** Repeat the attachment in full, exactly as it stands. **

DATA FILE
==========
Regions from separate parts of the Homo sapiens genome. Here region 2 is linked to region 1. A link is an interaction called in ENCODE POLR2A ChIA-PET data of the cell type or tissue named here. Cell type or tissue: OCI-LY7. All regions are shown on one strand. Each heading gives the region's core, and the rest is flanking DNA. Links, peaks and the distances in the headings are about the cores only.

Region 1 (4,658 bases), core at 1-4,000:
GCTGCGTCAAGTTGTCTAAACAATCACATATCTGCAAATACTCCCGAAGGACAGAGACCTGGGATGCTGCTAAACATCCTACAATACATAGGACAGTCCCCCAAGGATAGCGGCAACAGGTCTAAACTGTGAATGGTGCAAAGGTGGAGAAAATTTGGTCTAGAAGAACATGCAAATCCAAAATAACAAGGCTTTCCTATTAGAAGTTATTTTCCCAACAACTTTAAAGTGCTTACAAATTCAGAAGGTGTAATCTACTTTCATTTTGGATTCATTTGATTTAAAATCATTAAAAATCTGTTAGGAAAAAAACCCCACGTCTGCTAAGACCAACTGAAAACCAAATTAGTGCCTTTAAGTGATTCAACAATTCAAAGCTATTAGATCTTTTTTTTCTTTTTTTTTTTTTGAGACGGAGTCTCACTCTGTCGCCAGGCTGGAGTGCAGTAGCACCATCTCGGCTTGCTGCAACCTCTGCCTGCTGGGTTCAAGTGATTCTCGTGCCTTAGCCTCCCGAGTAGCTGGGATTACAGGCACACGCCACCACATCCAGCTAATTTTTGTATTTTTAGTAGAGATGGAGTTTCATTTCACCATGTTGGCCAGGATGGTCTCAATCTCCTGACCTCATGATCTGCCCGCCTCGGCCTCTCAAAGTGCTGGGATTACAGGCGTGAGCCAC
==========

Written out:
Regions from separate parts of the Homo sapiens genome. Here region 2 is linked to region 1. A link is an interaction called in ENCODE POLR2A ChIA-PET data of the cell type or tissue named here. Cell type or tissue: OCI-LY7. All regions are shown on one strand. Each heading gives the region's core, and the rest is flanking DNA. Links, peaks and the distances in the headings are about the cores only.

Region 1 (4,658 bases), core at 1-4,000:
GCTGCGTCAAGTTGTCTAAACAATCACATATCTGCAAATACTCCCGAAGGACAGAGACCTGGGATGCTGCTAAACATCCTACAATACATAGGACAGTCCCCCAAGGATAGCGGCAACAGGTCTAAACTGTGAATGGTGCAAAGGTGGAGAAAATTTGGTCTAGAAGAACATGCAAATCCAAAATAACAAGGCTTTCCTATTAGAAGTTATTTTCCCAACAACTTTAAAGTGCTTACAAATTCAGAAGGTGTAATCTACTTTCATTTTGGATTCATTTGATTTAAAATCATTAAAAATCTGTTAGGAAAAAAACCCCACGTCTGCTAAGACCAACTGAAAACCAAATTAGTGCCTTTAAGTGATTCAACAATTCAAAGCTATTAGATCTTTTTTTTCTTTTTTTTTTTTTGAGACGGAGTCTCACTCTGTCGCCAGGCTGGAGTGCAGTAGCACCATCTCGGCTTGCTGCAACCTCTGCCTGCTGGGTTCAAGTGATTCTCGTGCCTTAGCCTCCCGAGTAGCTGGGATTACAGGCACACGCCACCACATCCAGCTAATTTTTGTATTTTTAGTAGAGATGGAGTTTCATTTCACCATGTTGGCCAGGATGGTCTCAATCTCCTGACCTCATGATCTGCCCGCCTCGGCCTCTCAAAGTGCTGGGATTACAGGCGTGAGCCAC